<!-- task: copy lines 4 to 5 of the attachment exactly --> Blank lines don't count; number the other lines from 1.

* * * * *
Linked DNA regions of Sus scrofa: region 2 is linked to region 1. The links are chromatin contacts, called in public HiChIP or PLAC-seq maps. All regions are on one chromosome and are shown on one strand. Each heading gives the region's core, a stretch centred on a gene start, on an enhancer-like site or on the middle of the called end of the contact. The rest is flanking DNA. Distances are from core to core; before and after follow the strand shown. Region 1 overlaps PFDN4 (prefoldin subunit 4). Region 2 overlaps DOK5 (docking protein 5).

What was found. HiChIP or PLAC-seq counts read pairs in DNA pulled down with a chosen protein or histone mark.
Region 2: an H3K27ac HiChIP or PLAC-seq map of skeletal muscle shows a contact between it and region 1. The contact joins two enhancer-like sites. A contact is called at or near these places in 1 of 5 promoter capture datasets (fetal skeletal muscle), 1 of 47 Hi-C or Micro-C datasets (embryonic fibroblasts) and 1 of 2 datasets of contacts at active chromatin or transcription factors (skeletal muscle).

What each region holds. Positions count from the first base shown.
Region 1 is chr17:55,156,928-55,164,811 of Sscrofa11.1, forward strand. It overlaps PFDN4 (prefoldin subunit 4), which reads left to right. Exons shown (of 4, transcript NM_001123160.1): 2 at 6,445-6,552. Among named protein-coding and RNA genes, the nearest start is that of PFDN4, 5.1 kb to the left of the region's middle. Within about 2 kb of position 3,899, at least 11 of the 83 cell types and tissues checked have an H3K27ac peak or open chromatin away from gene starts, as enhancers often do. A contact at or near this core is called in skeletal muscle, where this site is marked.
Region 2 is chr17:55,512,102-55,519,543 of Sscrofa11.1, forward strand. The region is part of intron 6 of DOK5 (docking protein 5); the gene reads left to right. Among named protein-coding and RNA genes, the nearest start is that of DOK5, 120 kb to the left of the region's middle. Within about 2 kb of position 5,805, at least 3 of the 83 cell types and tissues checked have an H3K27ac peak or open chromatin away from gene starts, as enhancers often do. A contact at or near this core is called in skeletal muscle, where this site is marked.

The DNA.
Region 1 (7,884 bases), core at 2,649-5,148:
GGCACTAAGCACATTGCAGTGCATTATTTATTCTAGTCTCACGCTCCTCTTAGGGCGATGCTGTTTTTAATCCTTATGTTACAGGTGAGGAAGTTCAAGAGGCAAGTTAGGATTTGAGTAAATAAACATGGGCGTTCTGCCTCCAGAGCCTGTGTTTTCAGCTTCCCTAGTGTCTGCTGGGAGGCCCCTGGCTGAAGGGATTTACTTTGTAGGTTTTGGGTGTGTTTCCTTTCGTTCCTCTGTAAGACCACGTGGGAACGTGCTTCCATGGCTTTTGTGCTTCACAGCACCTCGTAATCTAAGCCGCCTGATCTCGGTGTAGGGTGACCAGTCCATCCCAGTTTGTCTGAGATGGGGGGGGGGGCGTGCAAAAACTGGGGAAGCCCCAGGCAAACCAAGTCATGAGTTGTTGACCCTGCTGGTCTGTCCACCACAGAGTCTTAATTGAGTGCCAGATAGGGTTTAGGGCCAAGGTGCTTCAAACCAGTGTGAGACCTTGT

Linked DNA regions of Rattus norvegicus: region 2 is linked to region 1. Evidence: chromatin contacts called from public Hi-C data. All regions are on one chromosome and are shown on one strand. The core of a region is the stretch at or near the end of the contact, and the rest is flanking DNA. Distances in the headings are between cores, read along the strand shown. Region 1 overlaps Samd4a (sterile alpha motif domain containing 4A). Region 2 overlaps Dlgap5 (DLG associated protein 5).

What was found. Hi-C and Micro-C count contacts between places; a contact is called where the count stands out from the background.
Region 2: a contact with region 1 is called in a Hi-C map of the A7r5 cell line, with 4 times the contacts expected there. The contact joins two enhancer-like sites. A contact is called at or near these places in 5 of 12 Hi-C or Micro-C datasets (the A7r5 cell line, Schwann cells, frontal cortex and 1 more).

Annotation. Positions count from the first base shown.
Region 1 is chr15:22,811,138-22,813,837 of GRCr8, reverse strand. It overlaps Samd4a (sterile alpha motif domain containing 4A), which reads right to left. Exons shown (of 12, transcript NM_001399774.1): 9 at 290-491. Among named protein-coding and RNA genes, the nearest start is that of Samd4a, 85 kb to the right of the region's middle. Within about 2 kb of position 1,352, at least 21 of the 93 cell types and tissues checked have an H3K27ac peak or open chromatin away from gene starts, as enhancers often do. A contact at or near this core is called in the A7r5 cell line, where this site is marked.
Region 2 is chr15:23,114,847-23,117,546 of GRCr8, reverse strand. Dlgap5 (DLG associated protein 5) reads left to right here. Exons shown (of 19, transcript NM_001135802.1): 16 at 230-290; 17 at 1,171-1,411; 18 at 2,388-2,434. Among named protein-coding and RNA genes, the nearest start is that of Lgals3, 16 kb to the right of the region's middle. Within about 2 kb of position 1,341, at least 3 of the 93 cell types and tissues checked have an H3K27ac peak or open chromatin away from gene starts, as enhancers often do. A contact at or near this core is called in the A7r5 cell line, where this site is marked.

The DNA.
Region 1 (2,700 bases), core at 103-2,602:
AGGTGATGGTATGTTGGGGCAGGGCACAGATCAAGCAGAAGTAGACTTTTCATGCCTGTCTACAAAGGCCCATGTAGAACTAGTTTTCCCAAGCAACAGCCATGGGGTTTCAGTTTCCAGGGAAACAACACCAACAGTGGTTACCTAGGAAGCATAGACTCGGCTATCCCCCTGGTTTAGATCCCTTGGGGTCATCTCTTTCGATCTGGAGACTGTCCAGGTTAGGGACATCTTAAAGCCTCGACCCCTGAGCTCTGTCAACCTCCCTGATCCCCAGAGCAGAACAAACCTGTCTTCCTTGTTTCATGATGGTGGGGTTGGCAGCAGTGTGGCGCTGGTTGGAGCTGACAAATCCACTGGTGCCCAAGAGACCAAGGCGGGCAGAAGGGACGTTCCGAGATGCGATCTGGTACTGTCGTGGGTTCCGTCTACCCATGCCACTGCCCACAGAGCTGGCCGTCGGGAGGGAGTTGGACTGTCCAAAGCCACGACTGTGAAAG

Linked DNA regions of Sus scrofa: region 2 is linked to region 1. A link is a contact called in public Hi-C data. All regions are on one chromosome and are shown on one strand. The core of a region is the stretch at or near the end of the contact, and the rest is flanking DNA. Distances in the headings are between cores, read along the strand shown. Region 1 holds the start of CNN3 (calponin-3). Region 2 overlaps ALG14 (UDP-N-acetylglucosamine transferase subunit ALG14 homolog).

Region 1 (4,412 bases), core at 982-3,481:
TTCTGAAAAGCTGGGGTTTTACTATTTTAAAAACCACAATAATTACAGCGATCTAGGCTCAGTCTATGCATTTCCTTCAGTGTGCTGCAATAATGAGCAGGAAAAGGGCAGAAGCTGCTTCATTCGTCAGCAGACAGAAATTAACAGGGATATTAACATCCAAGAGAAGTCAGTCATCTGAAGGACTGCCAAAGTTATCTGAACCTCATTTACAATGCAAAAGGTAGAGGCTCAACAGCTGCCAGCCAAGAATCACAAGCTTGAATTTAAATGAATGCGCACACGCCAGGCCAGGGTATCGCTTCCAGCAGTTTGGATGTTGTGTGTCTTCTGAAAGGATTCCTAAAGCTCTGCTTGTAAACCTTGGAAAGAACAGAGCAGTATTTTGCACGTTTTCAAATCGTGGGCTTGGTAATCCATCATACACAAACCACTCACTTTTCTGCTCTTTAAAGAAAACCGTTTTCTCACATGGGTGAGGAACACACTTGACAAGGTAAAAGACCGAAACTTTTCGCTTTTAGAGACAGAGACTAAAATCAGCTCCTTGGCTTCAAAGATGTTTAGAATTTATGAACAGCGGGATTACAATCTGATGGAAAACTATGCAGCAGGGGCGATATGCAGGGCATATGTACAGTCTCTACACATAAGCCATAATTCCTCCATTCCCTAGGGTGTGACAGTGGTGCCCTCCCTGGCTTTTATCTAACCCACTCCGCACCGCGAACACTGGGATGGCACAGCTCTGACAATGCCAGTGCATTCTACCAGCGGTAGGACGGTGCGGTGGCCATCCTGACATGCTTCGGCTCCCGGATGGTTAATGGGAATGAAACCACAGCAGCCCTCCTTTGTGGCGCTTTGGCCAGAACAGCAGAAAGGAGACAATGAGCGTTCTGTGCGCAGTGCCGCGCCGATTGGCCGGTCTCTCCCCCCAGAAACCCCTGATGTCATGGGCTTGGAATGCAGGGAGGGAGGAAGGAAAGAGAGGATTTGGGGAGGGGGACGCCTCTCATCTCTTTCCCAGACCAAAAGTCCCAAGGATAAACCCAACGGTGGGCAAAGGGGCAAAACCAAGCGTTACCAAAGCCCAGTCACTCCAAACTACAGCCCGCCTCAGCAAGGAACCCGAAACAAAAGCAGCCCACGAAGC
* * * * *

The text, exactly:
What each region holds. Positions count from the first base shown.
Region 1 is chr17:55,156,928-55,164,811 of Sscrofa11.1, forward strand. It overlaps PFDN4 (prefoldin subunit 4), which reads left to right. Exons shown (of 4, transcript NM_001123160.1): 2 at 6,445-6,552. Among named protein-coding and RNA genes, the nearest start is that of PFDN4, 5.1 kb to the left of the region's middle. Within about 2 kb of position 3,899, at least 11 of the 83 cell types and tissues checked have an H3K27ac peak or open chromatin away from gene starts, as enhancers often do. A contact at or near this core is called in skeletal muscle, where this site is marked.